The Ramblers welcomes the announcement of a £22 million funding boost for walking and cycling schemes
over the next year and the publication of the Government’s review of walking and cycling interventions
The latest government commitment is positive news, but there is still much work to be done to make walking the natural choice for journeys. Government commitments to sustainable transport must be supported by long-term funding for walking and cycling. For too long, investment in walking and cycling has been short-term and piecemeal, despite the significant and cost-effective contributions these modes of transport make towards tackling challenges such as physical inactivity, air pollution, congestion, climate change and high street regeneration. The forthcoming budget on 11 March is a critical opportunity to secure long-term investment in walking and active travel.
Half of car trips made every year are under two miles, with 42% of the public admitting that they could walk these shorter car journeys (National Travel Attitudes Study 2019). In 2019, the Transport Select Committee recognised that the huge potential for increasing walking journeys was not reflected in government walking targets. The Ramblers, along with our partners in the Walking and Cycling Alliance, are calling on government to set a more ambitious target for walking - from 300 stages per person per year to 365 stages per person per year in 2025.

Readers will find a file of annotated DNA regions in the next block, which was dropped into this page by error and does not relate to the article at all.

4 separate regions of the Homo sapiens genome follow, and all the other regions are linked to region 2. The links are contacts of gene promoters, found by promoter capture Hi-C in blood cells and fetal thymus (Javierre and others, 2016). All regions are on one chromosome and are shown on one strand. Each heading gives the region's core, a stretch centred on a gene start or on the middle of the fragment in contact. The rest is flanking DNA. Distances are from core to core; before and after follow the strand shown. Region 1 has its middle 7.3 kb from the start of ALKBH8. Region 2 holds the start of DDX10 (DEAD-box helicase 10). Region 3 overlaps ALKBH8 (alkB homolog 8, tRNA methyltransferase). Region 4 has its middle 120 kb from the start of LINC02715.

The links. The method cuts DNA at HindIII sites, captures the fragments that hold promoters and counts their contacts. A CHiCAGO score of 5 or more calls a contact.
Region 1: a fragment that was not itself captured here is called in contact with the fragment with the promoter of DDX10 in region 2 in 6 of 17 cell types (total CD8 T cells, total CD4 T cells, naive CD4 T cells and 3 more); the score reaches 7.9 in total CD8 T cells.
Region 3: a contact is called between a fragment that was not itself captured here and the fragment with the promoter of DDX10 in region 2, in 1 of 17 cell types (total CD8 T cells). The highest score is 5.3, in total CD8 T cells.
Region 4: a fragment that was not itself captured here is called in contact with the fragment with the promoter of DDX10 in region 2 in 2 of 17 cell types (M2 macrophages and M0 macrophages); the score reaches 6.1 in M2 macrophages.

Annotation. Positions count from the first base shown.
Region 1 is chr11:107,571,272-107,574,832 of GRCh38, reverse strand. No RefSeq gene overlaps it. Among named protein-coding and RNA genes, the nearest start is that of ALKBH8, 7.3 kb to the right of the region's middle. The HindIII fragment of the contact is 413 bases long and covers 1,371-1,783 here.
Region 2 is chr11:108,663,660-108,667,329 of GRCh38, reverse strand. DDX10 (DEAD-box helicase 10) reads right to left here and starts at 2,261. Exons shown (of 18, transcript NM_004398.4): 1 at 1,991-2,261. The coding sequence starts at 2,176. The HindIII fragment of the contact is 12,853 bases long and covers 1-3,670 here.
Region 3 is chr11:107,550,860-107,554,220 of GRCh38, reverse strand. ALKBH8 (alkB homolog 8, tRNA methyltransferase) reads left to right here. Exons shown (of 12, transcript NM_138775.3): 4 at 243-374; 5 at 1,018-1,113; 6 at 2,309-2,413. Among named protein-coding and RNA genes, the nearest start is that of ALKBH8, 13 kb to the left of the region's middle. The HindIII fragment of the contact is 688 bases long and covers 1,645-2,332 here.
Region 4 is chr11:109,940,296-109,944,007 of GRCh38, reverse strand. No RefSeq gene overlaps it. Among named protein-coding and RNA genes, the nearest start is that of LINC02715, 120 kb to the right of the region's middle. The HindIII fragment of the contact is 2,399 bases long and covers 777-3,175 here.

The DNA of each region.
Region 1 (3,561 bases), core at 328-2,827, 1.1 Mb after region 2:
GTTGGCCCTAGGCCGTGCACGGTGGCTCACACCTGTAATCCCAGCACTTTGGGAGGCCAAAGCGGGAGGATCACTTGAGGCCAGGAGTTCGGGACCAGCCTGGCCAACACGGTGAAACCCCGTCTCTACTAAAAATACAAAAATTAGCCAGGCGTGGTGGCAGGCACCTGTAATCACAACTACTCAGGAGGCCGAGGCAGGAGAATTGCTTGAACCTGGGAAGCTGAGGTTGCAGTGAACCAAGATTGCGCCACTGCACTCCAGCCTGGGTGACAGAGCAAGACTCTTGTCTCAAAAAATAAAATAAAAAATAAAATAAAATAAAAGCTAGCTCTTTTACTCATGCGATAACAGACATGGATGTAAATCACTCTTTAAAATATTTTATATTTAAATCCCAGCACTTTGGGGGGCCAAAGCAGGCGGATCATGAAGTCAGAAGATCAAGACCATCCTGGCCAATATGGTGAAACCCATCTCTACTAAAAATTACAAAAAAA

Along with greater ambition and funding for walking and cycling, the Ramblers is calling for a shift in mindset about transport and what government funded transport schemes should be required to deliver for people. For many decades, transport planning and practice has been focussed on delivering roads and infrastructure to get cars moving. But with a growing inactivity crisis, the threat of poor air quality and climate emergency, it’s more important than ever for government to recognise that transport plays a significant role in shaping the character of our towns and cities. Transport improvements must not only prioritise walking and other forms of active travel, but also contribute to the greening of our streets and public spaces. Combining active travel routes with green, pleasant, nature rich surroundings has been shown to increase the take up of walking and cycling in other cities around the world. This helps people across communities to meet physical activity targets and realise the health and wellbeing benefits associated with spending two hours a week in nature.